Above - Murray Hill Railroad Station - circa 1908
The Murray Hill area of Flushing began as an outskirt community of the old village of Flushing. The name of the area originates from an old Flushing family that owned land to the east of Murray Hill. Before Murray Hill was developed for residential housing in 1889, the area was the location of several large nurseries owned by the King, Murray and Parsons families. The Murray Hill neighborhood became an early railroad suburb that developed and grew largely in tandem with with the LIRR expansion, and the decision to build a station east of Main Street and to the west of Broadway.
The Murray Hill area today is recognized as less expansive in geographic scope then in the 19th and early 20th century, and whereas at one time the Bowne Park area was deemed as within the Murray Hill area, today Murray Hill is the area south of Northern Boulevard that is bounded by 150th Street to the west and 160th Street to the east.
Above - Murray Hill Station -View W from Boerum Ave. Crosing-12-18-1911
Postcard - Murray Hill Station - Pre-1914 Alterations to the Station
The original Murray Hill railroad station was built in 1889 at grade level but was torn down in 1912 when the decision was made to depress the tracks below grade for what would inevitably become the Port Washington line. The new station house was replaced in July 1914 with one built on a bridge built over the tracks.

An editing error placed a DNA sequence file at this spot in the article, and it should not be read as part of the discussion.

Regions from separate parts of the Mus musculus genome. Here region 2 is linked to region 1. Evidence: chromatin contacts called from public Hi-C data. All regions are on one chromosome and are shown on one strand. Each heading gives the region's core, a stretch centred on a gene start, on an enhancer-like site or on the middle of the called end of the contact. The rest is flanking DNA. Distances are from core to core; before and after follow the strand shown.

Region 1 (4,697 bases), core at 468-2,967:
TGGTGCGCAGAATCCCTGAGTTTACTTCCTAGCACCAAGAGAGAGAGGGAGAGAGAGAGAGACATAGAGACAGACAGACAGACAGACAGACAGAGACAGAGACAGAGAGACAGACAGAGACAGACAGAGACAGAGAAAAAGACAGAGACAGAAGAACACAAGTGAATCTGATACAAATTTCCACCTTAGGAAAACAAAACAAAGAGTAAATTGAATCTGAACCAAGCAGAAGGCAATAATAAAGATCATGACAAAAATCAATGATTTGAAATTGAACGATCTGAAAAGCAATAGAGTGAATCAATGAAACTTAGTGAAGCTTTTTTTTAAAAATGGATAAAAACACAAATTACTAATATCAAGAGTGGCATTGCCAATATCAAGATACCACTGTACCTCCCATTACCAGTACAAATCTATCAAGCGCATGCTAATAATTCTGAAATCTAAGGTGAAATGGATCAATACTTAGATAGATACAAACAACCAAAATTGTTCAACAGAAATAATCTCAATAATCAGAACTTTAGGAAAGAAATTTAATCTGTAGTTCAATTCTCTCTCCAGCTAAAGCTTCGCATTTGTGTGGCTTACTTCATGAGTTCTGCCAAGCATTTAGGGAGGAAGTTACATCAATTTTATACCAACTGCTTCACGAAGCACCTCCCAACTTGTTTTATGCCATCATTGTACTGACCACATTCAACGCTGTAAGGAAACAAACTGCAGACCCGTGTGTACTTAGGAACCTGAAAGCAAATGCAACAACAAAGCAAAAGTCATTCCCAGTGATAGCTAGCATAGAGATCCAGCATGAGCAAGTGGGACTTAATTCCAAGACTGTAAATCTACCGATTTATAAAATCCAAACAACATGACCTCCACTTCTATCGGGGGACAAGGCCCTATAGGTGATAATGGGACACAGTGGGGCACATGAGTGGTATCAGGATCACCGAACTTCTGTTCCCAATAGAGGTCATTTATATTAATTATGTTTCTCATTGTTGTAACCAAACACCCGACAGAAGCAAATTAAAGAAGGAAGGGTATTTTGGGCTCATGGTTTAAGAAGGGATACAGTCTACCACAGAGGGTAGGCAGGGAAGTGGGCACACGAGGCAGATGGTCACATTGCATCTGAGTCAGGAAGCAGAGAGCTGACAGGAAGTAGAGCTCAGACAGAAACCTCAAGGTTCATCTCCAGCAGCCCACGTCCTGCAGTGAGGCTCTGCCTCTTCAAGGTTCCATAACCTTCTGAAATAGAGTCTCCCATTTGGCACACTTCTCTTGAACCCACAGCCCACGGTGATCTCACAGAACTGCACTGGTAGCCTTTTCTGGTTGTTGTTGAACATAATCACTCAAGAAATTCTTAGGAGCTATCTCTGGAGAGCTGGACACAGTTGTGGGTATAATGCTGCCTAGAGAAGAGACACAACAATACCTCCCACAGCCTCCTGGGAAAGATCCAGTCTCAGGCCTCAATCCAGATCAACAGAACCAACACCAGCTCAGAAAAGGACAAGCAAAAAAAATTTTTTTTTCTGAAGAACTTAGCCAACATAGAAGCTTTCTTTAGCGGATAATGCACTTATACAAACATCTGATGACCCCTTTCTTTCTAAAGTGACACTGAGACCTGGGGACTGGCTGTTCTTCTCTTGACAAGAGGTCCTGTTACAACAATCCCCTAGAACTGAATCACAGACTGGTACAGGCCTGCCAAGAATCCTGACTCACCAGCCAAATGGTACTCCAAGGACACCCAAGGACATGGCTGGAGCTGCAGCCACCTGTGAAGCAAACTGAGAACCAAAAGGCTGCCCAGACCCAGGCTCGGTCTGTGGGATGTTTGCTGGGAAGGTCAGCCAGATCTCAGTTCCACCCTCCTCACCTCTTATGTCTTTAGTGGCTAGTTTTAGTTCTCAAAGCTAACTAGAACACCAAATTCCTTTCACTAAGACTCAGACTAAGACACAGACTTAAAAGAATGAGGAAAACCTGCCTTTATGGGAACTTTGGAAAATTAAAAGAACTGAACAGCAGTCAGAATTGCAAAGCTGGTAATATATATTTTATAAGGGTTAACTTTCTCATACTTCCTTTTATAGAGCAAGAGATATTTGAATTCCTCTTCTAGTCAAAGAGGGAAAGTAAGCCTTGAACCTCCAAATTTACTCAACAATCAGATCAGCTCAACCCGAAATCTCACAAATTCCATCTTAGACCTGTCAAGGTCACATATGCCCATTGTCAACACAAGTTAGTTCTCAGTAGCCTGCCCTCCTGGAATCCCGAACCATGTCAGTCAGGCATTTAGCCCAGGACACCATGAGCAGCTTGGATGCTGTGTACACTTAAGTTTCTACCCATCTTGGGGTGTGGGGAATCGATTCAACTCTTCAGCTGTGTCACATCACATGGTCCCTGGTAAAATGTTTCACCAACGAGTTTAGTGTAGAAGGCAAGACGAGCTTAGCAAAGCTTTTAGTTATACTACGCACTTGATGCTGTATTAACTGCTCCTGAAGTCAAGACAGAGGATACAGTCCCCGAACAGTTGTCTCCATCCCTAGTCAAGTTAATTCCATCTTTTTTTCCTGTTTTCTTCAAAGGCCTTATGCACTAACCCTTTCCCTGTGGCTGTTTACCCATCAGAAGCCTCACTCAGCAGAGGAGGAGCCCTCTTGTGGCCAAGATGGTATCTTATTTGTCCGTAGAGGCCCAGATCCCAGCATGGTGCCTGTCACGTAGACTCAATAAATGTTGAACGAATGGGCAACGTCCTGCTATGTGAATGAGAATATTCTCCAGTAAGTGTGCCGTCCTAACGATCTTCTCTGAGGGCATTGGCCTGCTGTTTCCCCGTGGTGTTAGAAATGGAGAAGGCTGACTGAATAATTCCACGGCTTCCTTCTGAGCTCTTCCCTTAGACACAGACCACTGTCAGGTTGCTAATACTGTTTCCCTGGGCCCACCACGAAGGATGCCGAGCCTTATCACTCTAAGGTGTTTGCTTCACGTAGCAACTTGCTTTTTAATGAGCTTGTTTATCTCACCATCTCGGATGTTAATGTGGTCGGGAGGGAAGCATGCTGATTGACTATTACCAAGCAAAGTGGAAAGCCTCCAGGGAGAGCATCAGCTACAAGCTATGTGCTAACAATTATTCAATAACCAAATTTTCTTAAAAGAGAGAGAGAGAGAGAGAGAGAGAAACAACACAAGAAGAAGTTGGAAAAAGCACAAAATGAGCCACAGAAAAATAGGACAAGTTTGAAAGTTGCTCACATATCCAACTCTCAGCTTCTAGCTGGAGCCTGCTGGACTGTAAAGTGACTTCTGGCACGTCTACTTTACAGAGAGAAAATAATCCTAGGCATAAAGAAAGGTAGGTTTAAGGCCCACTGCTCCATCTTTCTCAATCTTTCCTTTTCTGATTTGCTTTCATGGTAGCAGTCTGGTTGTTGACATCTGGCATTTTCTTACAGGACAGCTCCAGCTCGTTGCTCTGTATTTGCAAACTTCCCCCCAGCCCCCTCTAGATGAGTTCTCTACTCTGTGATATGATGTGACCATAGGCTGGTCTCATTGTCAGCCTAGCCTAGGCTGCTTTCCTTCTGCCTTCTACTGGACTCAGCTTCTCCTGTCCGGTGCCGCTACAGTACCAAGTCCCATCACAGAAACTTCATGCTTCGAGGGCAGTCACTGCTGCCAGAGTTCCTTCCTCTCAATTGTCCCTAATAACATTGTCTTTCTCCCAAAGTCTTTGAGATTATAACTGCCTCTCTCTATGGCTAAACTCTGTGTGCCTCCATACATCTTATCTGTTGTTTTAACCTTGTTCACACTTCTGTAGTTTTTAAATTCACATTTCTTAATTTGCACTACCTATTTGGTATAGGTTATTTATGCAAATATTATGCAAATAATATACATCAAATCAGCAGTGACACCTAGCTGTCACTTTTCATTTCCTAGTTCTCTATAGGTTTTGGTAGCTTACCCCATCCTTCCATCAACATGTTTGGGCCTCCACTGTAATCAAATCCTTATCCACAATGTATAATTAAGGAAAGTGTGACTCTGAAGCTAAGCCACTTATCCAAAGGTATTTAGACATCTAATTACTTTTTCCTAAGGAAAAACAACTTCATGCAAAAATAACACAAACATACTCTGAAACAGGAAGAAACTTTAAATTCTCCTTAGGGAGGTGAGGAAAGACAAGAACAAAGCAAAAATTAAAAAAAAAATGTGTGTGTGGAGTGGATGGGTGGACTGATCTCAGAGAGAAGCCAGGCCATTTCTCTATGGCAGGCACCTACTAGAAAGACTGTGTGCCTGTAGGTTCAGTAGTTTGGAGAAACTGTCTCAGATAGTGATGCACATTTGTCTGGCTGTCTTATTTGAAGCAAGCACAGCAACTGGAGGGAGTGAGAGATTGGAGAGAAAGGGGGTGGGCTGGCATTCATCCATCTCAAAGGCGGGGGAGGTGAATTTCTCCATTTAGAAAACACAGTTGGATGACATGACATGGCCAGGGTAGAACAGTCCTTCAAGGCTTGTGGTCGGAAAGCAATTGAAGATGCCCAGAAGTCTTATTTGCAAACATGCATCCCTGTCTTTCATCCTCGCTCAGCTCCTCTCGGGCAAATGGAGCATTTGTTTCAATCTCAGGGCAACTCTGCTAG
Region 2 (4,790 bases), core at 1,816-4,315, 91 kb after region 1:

Murray Hill Station - Above Grade View - 1914
Murray Hill Station - Below Grade Track View - 1914
As the surrounding area became developed with the railroads construction, large mansions were built along Sanford Avenue with the more modest homes along the side streets. The neighborhood was populated predominantly by an influx of Irish and Italian immigrants.
1920 Postcard - promoting a newly built residential home in the Murray Hill, Flushiing area from the JT Watson Development Corporation
The Murray Hill area, unlike the neighboring Broadway community, commissioned a full service fire company. The company was an all volunteer local outfit that would ultimately be incorporated into the NYC fire department in 1908.
Murray Hill Company 4 - Volunteer firehouse and company with its horse drawn truck - pre 1908
Murray Hill Company Station House 173 - post 1908
1 1/4" diameter Whitehead & Hoag celluloid pinback commemorating the July 4, 1908 benefit for Flushing Hospital sponsored by the Murray Hill Hose Co. It pictures a Fire Chief waving a trumpet in the foreground with two pieces of horse-drawn fire apparatus in the background
Today the Murray Hill area of Flushing has been revitalized by an influx of immigrants, predominantly from Korea. The surrounding area is less bucolic with many of the surrounding trees and mansions having been displaced during expansive urban development. The Murray Hill LIRR Station itself recently began construction of two ADA-accessible elevators at each end of the station that is slated to be completed in late 2019 at a cost of an estimated $8.6 million.